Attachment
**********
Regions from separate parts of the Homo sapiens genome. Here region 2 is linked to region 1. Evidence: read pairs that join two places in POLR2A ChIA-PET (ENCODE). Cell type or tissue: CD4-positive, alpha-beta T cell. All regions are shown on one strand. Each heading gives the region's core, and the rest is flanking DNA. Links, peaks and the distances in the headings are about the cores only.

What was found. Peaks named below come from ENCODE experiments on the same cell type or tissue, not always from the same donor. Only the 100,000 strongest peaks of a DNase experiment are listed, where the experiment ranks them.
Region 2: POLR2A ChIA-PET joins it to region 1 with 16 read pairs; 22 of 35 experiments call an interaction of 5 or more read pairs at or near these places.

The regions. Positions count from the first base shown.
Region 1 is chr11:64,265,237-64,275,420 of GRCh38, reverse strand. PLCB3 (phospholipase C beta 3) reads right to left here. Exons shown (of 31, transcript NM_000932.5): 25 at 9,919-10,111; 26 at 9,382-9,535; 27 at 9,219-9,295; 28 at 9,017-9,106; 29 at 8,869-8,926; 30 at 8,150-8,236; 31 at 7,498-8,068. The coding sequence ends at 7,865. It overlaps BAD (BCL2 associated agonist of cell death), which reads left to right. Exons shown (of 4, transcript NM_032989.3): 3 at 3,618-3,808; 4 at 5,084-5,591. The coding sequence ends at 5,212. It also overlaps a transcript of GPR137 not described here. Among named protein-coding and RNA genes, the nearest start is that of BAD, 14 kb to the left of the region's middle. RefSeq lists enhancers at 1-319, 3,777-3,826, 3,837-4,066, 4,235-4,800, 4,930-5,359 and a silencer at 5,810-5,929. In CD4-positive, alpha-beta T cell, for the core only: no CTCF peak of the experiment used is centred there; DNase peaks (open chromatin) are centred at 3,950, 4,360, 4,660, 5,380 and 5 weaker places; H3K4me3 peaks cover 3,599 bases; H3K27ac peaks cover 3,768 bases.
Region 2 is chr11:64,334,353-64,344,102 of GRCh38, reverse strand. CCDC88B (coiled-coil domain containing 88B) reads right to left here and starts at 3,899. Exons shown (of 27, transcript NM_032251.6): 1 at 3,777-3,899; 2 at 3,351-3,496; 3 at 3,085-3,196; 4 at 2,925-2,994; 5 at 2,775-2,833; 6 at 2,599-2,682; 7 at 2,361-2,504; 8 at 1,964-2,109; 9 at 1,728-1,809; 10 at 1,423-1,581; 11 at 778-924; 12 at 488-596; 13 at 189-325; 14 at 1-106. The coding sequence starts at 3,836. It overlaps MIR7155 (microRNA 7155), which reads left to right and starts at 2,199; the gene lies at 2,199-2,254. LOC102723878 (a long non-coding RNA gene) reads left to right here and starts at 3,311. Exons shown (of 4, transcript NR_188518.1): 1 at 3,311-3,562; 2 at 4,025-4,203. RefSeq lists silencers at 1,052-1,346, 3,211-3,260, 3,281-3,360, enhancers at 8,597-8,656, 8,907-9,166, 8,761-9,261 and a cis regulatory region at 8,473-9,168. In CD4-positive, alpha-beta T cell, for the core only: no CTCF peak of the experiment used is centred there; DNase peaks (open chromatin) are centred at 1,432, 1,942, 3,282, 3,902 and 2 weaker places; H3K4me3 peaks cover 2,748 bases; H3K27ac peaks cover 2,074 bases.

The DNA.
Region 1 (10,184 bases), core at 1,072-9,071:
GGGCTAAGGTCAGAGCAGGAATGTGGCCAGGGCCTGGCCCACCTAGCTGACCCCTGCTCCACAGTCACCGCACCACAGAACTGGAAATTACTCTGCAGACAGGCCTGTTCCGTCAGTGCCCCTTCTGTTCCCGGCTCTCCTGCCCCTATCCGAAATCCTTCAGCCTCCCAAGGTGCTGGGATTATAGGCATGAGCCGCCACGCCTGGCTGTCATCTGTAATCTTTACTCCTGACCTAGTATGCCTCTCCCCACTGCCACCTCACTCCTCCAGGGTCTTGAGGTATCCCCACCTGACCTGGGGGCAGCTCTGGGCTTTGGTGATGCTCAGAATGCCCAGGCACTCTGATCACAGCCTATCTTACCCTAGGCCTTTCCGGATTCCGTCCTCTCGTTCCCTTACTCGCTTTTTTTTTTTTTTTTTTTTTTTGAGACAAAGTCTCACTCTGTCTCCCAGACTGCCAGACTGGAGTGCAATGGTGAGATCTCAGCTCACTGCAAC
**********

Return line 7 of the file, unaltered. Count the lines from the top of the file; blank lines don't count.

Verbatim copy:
The DNA.